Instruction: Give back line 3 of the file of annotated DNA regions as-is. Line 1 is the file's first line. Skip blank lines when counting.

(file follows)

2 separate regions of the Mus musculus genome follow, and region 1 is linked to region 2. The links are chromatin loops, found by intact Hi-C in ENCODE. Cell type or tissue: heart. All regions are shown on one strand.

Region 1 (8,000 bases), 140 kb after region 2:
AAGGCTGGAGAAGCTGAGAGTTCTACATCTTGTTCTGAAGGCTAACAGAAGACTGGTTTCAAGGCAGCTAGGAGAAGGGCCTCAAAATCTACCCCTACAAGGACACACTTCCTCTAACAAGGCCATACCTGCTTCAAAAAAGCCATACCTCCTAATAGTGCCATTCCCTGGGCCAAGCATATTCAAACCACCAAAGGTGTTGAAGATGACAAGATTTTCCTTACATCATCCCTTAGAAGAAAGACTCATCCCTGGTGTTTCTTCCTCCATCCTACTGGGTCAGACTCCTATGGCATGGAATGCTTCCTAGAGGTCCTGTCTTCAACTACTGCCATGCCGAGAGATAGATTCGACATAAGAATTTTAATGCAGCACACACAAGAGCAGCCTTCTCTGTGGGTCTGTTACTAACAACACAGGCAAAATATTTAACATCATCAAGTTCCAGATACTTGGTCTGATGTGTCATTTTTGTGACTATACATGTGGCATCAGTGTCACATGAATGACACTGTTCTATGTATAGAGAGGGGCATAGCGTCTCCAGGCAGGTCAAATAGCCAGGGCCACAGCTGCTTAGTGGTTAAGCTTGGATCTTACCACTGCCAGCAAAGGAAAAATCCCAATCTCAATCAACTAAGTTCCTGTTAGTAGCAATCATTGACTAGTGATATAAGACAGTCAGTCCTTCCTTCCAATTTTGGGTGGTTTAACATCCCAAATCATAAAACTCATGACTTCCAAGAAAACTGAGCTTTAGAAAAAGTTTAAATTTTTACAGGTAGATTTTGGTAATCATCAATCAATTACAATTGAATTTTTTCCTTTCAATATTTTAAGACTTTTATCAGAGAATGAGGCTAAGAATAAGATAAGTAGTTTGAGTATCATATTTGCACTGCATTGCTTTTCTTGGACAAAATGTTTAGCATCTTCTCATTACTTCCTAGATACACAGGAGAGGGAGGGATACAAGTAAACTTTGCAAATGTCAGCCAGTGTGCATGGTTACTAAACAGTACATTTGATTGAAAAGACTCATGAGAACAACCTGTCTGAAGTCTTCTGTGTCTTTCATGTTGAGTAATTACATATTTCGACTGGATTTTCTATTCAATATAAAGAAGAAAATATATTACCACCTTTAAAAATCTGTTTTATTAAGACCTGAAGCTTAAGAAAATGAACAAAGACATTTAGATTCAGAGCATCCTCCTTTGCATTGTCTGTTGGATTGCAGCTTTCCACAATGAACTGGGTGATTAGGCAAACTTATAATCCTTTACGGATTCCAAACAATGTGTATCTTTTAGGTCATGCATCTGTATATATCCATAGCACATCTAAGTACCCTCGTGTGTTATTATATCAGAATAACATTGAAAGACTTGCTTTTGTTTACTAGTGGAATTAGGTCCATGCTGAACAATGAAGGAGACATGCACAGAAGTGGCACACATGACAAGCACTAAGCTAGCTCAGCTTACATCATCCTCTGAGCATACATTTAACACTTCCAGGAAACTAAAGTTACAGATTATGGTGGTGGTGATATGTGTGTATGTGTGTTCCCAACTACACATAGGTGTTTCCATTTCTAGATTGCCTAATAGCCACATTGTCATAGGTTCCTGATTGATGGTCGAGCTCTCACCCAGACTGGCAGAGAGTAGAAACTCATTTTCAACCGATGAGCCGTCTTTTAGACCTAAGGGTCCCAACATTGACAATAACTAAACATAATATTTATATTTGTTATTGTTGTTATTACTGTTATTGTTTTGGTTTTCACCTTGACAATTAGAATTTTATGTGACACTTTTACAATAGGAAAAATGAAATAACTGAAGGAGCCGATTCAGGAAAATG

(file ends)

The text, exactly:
AAGGCTGGAGAAGCTGAGAGTTCTACATCTTGTTCTGAAGGCTAACAGAAGACTGGTTTCAAGGCAGCTAGGAGAAGGGCCTCAAAATCTACCCCTACAAGGACACACTTCCTCTAACAAGGCCATACCTGCTTCAAAAAAGCCATACCTCCTAATAGTGCCATTCCCTGGGCCAAGCATATTCAAACCACCAAAGGTGTTGAAGATGACAAGATTTTCCTTACATCATCCCTTAGAAGAAAGACTCATCCCTGGTGTTTCTTCCTCCATCCTACTGGGTCAGACTCCTATGGCATGGAATGCTTCCTAGAGGTCCTGTCTTCAACTACTGCCATGCCGAGAGATAGATTCGACATAAGAATTTTAATGCAGCACACACAAGAGCAGCCTTCTCTGTGGGTCTGTTACTAACAACACAGGCAAAATATTTAACATCATCAAGTTCCAGATACTTGGTCTGATGTGTCATTTTTGTGACTATACATGTGGCATCAGTGTCACATGAATGACACTGTTCTATGTATAGAGAGGGGCATAGCGTCTCCAGGCAGGTCAAATAGCCAGGGCCACAGCTGCTTAGTGGTTAAGCTTGGATCTTACCACTGCCAGCAAAGGAAAAATCCCAATCTCAATCAACTAAGTTCCTGTTAGTAGCAATCATTGACTAGTGATATAAGACAGTCAGTCCTTCCTTCCAATTTTGGGTGGTTTAACATCCCAAATCATAAAACTCATGACTTCCAAGAAAACTGAGCTTTAGAAAAAGTTTAAATTTTTACAGGTAGATTTTGGTAATCATCAATCAATTACAATTGAATTTTTTCCTTTCAATATTTTAAGACTTTTATCAGAGAATGAGGCTAAGAATAAGATAAGTAGTTTGAGTATCATATTTGCACTGCATTGCTTTTCTTGGACAAAATGTTTAGCATCTTCTCATTACTTCCTAGATACACAGGAGAGGGAGGGATACAAGTAAACTTTGCAAATGTCAGCCAGTGTGCATGGTTACTAAACAGTACATTTGATTGAAAAGACTCATGAGAACAACCTGTCTGAAGTCTTCTGTGTCTTTCATGTTGAGTAATTACATATTTCGACTGGATTTTCTATTCAATATAAAGAAGAAAATATATTACCACCTTTAAAAATCTGTTTTATTAAGACCTGAAGCTTAAGAAAATGAACAAAGACATTTAGATTCAGAGCATCCTCCTTTGCATTGTCTGTTGGATTGCAGCTTTCCACAATGAACTGGGTGATTAGGCAAACTTATAATCCTTTACGGATTCCAAACAATGTGTATCTTTTAGGTCATGCATCTGTATATATCCATAGCACATCTAAGTACCCTCGTGTGTTATTATATCAGAATAACATTGAAAGACTTGCTTTTGTTTACTAGTGGAATTAGGTCCATGCTGAACAATGAAGGAGACATGCACAGAAGTGGCACACATGACAAGCACTAAGCTAGCTCAGCTTACATCATCCTCTGAGCATACATTTAACACTTCCAGGAAACTAAAGTTACAGATTATGGTGGTGGTGATATGTGTGTATGTGTGTTCCCAACTACACATAGGTGTTTCCATTTCTAGATTGCCTAATAGCCACATTGTCATAGGTTCCTGATTGATGGTCGAGCTCTCACCCAGACTGGCAGAGAGTAGAAACTCATTTTCAACCGATGAGCCGTCTTTTAGACCTAAGGGTCCCAACATTGACAATAACTAAACATAATATTTATATTTGTTATTGTTGTTATTACTGTTATTGTTTTGGTTTTCACCTTGACAATTAGAATTTTATGTGACACTTTTACAATAGGAAAAATGAAATAACTGAAGGAGCCGATTCAGGAAAATG